- Fl. Orange Dyed Pheasant Tippets
- Kingfisher Blue Craft Fur or Finn Raccoon rear wing
- Small Silver Wire
- Pearl Medium Tinsel/ Pearl Saltwater Flashabou
- Kingfisher Schlappen
- Tiny Orange Dubbing ball between Schlappen and Drop Weight
- Black Craft Fur or Finn Racoon front wing
- Holographic Silver Flashabou (two pieces down each lateral line)
- Purple Marabou 3-4 turns
- Holographic Black Flashabou (four pieces splayed over the top)
- Black Schlappen 3-4 turns and finish the fly
- 6/0 Fl. Fire Orange Thread
Happy Fishing, Bruce Berry~
A Hot Hot Alternate Color Scheme
The other morning the river was high and pea green with snow melt; my favorite water condition. My buddy Bob tied on his modified Egg Sucking Leech, he calls it Arnold. Arnold had been a strong producer of winter steelhead all season. I assembled my rod as Bob worked his way downstream from the boat. I chose Bruce Berry's orange Rambulance fly, waiting until Bob had covered the first 50-yards, Then I waded into the river to follow him.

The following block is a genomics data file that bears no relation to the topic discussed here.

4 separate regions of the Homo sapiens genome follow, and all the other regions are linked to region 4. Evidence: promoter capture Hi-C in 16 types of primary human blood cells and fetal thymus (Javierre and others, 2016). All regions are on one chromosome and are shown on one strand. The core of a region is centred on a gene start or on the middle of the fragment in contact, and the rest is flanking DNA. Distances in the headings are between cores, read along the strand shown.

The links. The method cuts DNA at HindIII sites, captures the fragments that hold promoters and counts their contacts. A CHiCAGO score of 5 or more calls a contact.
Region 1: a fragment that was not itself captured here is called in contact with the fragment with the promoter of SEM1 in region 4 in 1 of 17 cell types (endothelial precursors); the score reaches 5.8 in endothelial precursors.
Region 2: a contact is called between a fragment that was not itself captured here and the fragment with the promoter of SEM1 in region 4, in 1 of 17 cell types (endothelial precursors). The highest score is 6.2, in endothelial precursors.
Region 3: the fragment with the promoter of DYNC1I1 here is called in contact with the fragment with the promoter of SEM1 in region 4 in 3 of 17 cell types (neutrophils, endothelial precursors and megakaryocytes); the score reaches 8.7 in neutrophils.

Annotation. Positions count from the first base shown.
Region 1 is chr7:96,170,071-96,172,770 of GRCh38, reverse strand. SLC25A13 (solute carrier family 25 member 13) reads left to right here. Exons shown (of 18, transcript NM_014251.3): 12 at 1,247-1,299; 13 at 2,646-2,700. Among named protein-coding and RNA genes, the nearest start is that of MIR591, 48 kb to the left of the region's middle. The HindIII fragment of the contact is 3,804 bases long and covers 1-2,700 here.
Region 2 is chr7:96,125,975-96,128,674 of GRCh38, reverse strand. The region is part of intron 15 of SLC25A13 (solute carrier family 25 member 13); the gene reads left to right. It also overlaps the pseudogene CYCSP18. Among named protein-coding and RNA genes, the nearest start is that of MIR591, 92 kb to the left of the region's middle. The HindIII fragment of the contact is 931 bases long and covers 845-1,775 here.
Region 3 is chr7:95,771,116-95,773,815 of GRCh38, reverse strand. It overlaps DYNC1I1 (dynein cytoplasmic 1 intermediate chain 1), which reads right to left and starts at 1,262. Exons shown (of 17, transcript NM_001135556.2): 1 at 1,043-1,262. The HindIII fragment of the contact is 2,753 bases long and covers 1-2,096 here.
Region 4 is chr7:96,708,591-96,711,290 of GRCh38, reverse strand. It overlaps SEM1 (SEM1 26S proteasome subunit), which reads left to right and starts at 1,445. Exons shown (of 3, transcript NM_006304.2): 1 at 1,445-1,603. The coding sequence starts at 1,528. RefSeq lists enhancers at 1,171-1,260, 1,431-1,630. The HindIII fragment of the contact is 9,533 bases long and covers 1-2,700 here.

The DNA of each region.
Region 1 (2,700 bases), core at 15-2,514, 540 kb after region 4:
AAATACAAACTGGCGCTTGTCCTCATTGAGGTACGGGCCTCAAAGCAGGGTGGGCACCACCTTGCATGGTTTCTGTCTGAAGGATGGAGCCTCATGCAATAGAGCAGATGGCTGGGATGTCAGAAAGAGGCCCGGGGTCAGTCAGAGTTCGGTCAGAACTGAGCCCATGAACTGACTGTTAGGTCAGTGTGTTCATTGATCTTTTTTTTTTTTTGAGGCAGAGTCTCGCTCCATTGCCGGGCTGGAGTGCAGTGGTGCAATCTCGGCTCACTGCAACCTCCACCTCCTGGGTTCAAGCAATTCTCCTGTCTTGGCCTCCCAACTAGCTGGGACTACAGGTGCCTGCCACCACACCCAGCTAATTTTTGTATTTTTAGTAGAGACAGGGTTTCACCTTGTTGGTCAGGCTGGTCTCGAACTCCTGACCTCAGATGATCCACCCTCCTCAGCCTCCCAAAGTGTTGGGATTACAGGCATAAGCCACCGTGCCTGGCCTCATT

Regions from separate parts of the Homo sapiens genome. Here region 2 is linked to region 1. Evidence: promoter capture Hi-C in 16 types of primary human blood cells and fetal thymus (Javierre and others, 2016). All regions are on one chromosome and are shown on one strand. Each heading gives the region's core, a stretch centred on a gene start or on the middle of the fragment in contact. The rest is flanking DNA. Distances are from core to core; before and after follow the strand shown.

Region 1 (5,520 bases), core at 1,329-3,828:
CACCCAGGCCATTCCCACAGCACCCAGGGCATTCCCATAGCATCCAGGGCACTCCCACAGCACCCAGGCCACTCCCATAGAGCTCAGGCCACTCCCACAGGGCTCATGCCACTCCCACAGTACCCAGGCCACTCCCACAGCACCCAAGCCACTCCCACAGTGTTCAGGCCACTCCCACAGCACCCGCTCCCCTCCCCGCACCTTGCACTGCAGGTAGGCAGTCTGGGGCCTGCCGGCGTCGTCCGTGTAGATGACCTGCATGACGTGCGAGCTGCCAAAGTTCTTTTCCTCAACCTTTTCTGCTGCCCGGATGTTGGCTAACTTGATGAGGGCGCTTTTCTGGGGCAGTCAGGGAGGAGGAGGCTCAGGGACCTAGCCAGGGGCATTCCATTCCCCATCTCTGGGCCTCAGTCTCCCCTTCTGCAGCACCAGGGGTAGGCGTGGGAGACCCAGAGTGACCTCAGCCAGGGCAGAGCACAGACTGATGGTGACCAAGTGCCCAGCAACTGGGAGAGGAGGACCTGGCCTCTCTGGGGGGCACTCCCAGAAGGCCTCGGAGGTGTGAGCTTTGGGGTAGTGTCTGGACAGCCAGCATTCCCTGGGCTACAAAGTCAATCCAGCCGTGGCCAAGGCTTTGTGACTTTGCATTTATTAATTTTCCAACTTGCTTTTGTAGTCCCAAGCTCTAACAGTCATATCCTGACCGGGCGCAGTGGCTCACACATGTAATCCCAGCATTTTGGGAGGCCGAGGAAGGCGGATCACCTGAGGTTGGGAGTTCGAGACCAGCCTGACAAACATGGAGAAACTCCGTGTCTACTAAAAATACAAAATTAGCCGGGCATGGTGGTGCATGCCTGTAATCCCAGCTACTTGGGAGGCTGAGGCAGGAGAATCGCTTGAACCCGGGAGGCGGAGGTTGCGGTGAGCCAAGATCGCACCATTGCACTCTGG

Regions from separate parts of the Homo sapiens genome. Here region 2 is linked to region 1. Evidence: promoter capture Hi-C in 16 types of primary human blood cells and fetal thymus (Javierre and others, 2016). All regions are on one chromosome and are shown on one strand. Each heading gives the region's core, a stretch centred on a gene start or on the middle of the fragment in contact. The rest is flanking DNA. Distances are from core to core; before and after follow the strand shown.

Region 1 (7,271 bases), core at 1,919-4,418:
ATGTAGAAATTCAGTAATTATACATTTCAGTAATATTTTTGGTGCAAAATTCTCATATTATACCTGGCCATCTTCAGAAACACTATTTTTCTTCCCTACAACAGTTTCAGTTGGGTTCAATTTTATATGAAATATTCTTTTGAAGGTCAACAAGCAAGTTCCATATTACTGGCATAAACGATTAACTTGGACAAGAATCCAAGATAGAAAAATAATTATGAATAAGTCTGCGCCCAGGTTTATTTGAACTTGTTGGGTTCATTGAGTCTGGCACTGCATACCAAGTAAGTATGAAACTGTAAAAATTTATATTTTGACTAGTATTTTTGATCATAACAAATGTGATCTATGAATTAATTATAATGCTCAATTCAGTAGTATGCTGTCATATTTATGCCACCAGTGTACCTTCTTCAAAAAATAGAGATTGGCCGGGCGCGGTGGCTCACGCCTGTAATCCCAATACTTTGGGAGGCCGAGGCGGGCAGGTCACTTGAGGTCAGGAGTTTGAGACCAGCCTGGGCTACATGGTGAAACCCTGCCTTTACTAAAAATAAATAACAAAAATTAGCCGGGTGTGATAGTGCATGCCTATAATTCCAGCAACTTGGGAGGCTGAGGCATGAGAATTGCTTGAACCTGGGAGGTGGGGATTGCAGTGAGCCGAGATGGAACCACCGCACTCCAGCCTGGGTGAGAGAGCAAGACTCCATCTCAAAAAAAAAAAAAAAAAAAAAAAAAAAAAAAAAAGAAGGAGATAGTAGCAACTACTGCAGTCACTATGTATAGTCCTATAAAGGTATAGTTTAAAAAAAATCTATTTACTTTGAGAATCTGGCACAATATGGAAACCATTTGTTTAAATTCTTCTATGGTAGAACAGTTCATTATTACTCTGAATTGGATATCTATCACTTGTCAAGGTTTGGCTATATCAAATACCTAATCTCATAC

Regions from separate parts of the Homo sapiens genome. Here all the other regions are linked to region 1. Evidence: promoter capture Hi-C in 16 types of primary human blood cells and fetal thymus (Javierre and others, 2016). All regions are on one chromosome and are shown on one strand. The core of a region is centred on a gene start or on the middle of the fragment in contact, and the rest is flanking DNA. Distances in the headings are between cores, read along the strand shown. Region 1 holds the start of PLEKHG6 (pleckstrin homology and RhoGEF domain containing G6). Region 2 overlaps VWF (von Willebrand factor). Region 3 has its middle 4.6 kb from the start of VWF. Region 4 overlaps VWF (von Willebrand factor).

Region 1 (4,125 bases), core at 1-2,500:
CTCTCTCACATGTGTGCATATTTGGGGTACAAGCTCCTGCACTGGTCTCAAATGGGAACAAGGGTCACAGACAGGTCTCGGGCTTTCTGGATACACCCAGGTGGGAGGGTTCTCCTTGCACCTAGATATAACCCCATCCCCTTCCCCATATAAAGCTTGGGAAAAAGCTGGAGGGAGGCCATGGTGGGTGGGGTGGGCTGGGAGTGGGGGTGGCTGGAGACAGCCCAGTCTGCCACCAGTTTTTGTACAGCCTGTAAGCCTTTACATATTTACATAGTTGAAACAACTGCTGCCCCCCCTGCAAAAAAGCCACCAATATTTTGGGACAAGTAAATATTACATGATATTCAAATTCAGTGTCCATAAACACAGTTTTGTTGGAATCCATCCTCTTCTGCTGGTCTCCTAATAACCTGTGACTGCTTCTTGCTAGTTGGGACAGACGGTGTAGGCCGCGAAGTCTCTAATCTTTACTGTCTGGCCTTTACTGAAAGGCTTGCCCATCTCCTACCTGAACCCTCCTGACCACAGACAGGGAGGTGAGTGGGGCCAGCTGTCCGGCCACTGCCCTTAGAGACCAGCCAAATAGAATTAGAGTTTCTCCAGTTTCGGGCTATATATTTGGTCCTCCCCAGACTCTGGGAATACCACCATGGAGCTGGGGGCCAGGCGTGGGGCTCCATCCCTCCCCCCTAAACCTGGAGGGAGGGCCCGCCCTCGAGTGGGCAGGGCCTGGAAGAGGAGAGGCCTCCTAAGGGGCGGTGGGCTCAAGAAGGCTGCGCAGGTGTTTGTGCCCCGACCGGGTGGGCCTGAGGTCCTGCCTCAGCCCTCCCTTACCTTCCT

This Rambulance is mostly hot orange, but has a strip of even hotter orange craft fur running down the center of the wing. We call this color Hot, Hot: the perfect color for a snow-melt river. The third cast brought the Hot, Hot Rambulance fly across the the river deep and slow, broad-side to the current. There were three distinct tugs and then the line became real tight. Then the fly came free for no apparent reason. Two more steelhead came to the fly, and the last one finally made it to the net. Bob asked, "What are you using?" "I'm using this orange Rambulance fly. It has great color, and boy does it boogie in the water. Look at this!" I dropped the fly in the water and it writhed and wiggled with life. "Here, do you want one?" I handed him a zip-lock with half a dozen in it.
At the next stop, Bob scored a nickel bright wild buck that weighed about ten pounds (pictured above, and below). Later in the day, he landed a brand new summer steelhead as well. The Hot, Hot Orange Rambulance Fly had made the day for us. -Mark Bachmann